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How-to: Write a node module with voxel.js

Writing node modules with voxel.js

This is a short guide that will teach you the workflows that have been figured out by the voxel.js community for writing node modules + sharing them on NPM and Github. It is assumed that you have a basic understanding of JavaScript, github and the command line (if not you can check out an introduction to git and the command line or learn JS basics from JavaScript for Cats)

The voxel-tower repository on github contains all the example code from this guide.

Table of contents

Installing Node

All of the components in the voxel.js ecosystem are open source + available on NPM and github. NPM is the Node Package Manager and is automatically installed when you install Node, which can be downloaded from nodejs.org.

You can use the command npm search voxel to see all of the modules in one big list. We use node modules because they are the simplest module format available in JS and we use NPM because everyone who shares node code uses NPM because it makes it super easy to share and publish modules, and generally gives you less headaches than other package managers.

We use browserify for packaging node modules together into game bundles that will run in your browser. Not every module on NPM will work with browserify (for example, browsers cannot yet make UDP connections), but a lot of them will!

Making a new project folder

voxel.js 'Add-ons' are actually just node modules. If this guide doesn't explain it well enough you can google for blog posts and tutorials on how to write node modules to find out more.

Let's pretend we are making a new module called voxel-tower, which will let you place a big stack of voxels. Starting from scratch here is how you can start hacking on this new module:

  • make a new folder called voxel-tower
  • inside that folder, you can either type npm init or manually make a file called package.json with the following contents:
{
  "name": "voxel-tower",
  "version": "0.0.1"
}
  • make another file called index.js with the following contents:
module.exports = function() {
  // TODO add some code :D
}

To recap: all you need to get started is a package.json with a name and version, a folder that shared the same name as your name in package.json, and a file called index.js that exports something (module.exports is the thing that gets loaded when you type require('voxel-tower')

Writing the module code

The best place to learn about how to use voxel.js is the voxel-engine readme as well as the source code for the examples and modules on voxeljs.com.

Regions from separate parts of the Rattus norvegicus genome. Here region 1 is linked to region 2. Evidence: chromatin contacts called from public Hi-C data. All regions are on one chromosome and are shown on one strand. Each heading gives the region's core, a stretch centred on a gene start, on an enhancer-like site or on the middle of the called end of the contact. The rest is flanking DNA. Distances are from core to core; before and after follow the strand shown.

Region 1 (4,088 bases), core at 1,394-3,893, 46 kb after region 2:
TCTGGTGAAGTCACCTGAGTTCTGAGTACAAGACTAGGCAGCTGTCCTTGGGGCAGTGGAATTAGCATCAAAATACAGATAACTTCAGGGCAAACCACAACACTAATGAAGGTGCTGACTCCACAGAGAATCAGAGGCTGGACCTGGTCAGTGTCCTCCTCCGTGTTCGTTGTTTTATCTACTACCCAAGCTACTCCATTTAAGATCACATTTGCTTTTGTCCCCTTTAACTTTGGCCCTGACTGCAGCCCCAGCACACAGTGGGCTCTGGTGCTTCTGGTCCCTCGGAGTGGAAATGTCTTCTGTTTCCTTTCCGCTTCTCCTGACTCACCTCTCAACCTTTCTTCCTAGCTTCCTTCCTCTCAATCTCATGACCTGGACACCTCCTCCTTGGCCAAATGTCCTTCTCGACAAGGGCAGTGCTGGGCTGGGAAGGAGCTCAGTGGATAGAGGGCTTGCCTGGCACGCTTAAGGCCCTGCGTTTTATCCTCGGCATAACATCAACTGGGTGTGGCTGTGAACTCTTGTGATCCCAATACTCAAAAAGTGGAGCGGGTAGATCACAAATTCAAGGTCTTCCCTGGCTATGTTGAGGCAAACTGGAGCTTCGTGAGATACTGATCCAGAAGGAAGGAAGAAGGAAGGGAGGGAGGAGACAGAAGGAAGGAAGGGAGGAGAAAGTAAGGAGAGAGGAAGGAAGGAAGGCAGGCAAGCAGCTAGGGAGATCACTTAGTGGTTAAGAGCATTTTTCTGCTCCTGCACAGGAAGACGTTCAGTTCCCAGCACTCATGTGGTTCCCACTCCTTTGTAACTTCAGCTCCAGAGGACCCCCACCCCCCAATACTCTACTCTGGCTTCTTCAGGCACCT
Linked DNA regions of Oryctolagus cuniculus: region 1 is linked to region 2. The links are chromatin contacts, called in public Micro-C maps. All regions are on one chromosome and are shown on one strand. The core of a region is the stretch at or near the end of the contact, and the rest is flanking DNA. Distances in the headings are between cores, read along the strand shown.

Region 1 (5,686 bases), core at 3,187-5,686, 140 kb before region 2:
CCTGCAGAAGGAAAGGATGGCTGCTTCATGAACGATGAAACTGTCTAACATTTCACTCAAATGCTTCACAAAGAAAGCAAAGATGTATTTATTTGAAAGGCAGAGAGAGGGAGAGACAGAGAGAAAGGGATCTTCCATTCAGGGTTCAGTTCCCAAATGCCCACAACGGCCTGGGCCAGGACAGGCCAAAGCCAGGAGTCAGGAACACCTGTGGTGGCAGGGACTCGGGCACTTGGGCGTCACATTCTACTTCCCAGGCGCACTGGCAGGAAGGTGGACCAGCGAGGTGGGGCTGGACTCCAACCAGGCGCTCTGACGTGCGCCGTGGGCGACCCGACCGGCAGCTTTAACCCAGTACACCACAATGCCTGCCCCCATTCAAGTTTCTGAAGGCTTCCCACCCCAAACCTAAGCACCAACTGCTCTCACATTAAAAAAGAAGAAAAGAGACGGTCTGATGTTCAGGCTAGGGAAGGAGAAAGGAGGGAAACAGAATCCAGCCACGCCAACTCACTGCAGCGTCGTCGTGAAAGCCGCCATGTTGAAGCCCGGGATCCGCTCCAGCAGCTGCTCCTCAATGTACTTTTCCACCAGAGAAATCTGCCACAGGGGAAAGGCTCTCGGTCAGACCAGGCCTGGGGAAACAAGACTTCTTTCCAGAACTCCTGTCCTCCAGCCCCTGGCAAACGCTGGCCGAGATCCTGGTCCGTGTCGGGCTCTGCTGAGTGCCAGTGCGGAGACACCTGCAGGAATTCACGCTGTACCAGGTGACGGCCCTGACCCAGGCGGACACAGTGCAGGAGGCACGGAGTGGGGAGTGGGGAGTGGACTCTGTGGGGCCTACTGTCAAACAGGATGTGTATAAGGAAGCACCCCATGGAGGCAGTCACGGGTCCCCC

Let's add some code to our index.js:

// a convenience function, usage:
// var tower = require('voxel-tower')(game)
// if we did module.exports = Tower then the usage would
// have to be:
// var Tower = require('voxel-tower')
// var tower = new Tower()
module.exports = function(game, opts) {
  return new Tower(game, opts)
}

// expose the Tower constructor so that it is available
// in case someone wants to access the .prototype methods, etc
module.exports.Tower = Tower

function Tower(game, opts) {
  // protect against people who forget 'new'
  if (!(this instanceof Tower)) return new Tower(game, opts)

  // we need to store the passed in variables on 'this'
  // so that they are available to the .prototype methods
  this.game = game
  this.opts = opts || {}
  this.height = this.opts.height || 5
  this.material = this.opts.material || 'brick'
}

// creates a new stack of voxels
// usage:
// var tower = require('voxel-tower')(game, { height: 5 })
// tower.place([5, 30, 0])
Tower.prototype.place = function(position) {
  for (var i = 1; i < this.height + 1; i++) {
    var pos = [position.x, position.y + i, position.z]
    this.game.setBlock(pos, this.material)
  }
}

A common pattern is to pass in the game instance (from voxel-engine) so that you can modify the game state from within your module. If you need to access three.js methods you can use game.THREE. Don't require('three') in your modules as it will cause weird rendering bugs!

Make an example/demo

OK, lets get our module loaded into a game in the browser so we can test it out! The easiest way to do this is to add voxel-hello-world and the painterly-textures texture pack to your devDependencies section of package.json and then install them:

npm install --save-dev voxel-hello-world painterly-textures

Now make a file called demo.js with the following contents: